eating disorders in gymnastics

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sadly we all hear cases of eating disorders conected with gym, for example Christy Henrich. i just wanted to get people veiws on wether you think it is a big problem or not. i myself was a state/natinol gymnast and saw eating disorders in very small amounts, skipping meals here and there or eating less but nuthing major.
yeah as i said i would love to get you veiws


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Jan 4, 2008
I have to say, you do hear a lot about eating disorders in gymnastics in the media but I have found it very rare to come across. Most gymnasts are not skinny but very muscular and strong.


Oct 22, 2007
Have you seen the article about Chloe Sims?? It makes me so sad to read it. I have not seen the full article but these are some quotes that are floating around:

Battling an eating disorder and mental fatigue, [Sims] chose personal happiness over the ultimate prize of a shot at winning gold. It was the most difficult decision of her life, but for Sims it was the only way she could overcome her inner demons. “I was mentally unhealthy. I had a lot of problems. I had an eating disorder and I was under a lot of pressure,” she said. “Every morning I woke up and didn’t want to go to training. It felt like I was wasting my time and other people’s doing something I didn’t want to do.”

“It wasn’t gymnastics that go to me; it was the pressure [...] It was hard knowing that I wouldn’t be able to experience the Olympics, but I don’t regret my decision. I already feel healthier. I guess you could say I’m at peace with myself”...

“I still love gymnastics but I had to stop competing and training at that top level for my own well being. I’m so grateful for the amazing memories the sport has given me. Winning gold at the Commonwealth Games was really special but the best moment was when I got my first Australian tracksuit and leotard. The tracksuit was hideous, but wearing the green and gold had always been a dream of mine and earning that first tracksuit was the pinnacle of my career. The rest was a wonderful bonus.”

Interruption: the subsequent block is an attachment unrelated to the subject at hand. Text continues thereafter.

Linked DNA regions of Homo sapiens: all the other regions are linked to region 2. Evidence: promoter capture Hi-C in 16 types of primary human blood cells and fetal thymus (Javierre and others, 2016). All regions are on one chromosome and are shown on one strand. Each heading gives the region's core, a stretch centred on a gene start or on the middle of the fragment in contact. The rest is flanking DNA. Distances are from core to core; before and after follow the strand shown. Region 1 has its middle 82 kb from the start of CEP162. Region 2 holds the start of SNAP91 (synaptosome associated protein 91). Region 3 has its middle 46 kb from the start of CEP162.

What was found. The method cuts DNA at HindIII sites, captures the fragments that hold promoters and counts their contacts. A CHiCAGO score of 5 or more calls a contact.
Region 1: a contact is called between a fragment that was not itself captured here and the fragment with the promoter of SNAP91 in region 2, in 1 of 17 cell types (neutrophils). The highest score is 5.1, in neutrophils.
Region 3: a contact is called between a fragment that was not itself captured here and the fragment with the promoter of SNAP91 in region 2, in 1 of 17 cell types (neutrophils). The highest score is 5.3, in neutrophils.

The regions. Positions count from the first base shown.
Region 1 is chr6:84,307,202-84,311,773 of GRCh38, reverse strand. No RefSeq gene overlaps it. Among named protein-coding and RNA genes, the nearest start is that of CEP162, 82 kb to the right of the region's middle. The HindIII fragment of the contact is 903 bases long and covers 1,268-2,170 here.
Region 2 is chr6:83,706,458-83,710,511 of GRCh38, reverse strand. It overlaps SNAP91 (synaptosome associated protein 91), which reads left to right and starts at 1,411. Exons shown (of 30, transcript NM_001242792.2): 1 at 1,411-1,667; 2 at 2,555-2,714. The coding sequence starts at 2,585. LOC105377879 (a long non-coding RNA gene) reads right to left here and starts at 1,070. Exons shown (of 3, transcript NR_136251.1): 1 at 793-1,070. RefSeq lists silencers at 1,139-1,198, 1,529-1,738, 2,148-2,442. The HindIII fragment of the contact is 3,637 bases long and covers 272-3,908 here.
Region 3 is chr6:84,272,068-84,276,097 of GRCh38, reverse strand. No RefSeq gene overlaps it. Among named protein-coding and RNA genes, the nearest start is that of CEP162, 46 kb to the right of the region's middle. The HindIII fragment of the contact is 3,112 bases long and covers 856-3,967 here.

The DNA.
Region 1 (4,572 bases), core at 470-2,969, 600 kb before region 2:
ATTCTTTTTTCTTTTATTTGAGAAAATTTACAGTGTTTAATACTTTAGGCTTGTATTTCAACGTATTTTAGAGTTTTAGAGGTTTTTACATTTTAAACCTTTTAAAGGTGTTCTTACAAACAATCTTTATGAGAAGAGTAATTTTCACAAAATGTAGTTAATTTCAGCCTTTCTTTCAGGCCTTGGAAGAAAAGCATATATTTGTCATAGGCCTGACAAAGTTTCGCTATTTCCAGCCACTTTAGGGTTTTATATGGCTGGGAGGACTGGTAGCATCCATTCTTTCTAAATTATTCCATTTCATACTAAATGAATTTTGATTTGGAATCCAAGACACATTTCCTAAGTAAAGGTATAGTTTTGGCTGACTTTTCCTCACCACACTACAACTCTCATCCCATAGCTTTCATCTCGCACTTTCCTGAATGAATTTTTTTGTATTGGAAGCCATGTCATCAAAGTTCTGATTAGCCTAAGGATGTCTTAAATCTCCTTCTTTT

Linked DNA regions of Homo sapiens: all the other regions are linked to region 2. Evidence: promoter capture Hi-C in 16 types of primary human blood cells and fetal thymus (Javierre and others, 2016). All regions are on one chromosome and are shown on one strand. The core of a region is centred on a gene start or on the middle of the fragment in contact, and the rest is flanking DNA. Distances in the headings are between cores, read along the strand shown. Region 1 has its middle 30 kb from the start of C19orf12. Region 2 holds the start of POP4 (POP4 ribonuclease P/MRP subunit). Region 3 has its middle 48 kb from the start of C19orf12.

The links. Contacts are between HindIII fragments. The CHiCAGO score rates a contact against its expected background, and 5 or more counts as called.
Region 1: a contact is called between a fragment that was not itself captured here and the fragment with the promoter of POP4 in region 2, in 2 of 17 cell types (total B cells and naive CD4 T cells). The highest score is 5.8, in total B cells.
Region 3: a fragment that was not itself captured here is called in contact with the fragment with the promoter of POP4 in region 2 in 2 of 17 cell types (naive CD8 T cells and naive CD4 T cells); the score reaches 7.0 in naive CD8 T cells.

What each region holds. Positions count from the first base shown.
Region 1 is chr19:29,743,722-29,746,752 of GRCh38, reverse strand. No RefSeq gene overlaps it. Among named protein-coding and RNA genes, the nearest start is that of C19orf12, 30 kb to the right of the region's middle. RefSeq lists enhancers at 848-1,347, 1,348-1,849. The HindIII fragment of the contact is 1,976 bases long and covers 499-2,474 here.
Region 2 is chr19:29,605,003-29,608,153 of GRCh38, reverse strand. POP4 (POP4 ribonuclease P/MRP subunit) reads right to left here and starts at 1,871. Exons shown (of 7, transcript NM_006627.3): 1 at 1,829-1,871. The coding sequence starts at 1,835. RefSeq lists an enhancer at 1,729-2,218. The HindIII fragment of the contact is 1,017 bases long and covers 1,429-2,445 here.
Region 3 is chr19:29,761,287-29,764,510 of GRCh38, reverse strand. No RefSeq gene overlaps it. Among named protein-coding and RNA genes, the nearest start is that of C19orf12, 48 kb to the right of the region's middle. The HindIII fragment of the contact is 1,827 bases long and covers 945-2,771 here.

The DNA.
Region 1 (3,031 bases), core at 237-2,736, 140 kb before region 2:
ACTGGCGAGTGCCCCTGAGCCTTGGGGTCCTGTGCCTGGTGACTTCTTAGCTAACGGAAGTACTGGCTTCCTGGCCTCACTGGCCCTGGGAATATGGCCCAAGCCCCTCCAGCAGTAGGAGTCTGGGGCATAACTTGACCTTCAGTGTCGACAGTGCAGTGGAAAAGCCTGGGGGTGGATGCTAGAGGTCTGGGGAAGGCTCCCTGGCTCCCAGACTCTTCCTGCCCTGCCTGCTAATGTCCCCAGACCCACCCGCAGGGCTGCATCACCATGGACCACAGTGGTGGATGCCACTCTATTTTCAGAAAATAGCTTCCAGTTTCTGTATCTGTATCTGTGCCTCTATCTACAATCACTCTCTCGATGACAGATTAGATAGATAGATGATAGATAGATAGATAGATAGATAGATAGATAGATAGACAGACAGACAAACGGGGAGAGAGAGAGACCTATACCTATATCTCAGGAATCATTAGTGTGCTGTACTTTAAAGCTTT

Since severing ties with the inner-circle of the Australian gymnastic squad, Sims said she has experienced feelings of social alienation.“It’s hard not to go to the gym every day and see all my beautiful friends. We were very close but it’s hard to maintain that bond outside the sport,” she said. “My parents and my brother and sister are very supportive and have been incredible through all this.”

“I have entered a new stage of my life. Now I can do whatever I want. I don’t have to look a certain way. I can be who I want to be”.
Nov 9, 2007
It seems like these problems so often come from the coaching staff, I have never seen a problem at our gym. In fact my daughters coach is always telling her to eat. She is on the trim side and if she doesn't feel well, or isn't eating, it becomes obvious quickly. Our gym has level 10's of all body types, and it seems from my observation not being there yet, that they make the routines to best show the skills of the girls based on what looks best for the individual gymnast. A larger more muscular gymnast will have a very different routine than that of a smaller more dainty one.:)

Geoffrey Taucer

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Jan 21, 2007
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I think that generally when an athlete has an eating disorder, it's the fault of either the coaches or the parents.

Fortunately, though it does happen, I don't think it's at all common.
Dec 8, 2007
At my gym we have gymnasts of all different body types. Some are the typical gymnast build. some are not. Some are built more like dancers. But we all find a way to make them work
Jan 17, 2008
I have not seen any evidence of eating disorders in my DD's gym. One of my DD's coaches is a former National Team and DIV I gymnast. I think she has a good eye on what the girls are doing.

Also, like a previous poster, the only time I have heard someone say something is when they want a girl to eat more. My DD has had a tendancy to not eat when she is sick and then loses weight. Her coach will tell her to not practice. They know if you dont eat, you dont have the energy to do the skills and you can get hurt.
Apr 11, 2008
I recently went to a seminar conducted by an eating disorder specialist. She talked about girls that are at a higher risk of developing an eating disorder and gymnasts were pretty high on the list (along with swimmers and runners). She said the real risk comes when these athletes are training at an elite level.

My dd's gym weighs the girls twice a day at practice. I was really worried about this in the beginning, but it has really been okay. I think there may be weight requirements for some girls, but my dd does not have one and they really seem to accept the fact that she has a more muscular buid than most of her peers here. Even with the increased focus on weight, I have not seen any girls in her gym that appear to have eating disorders. They are all healthy and in the correct proportion for their height (as far as I can tell).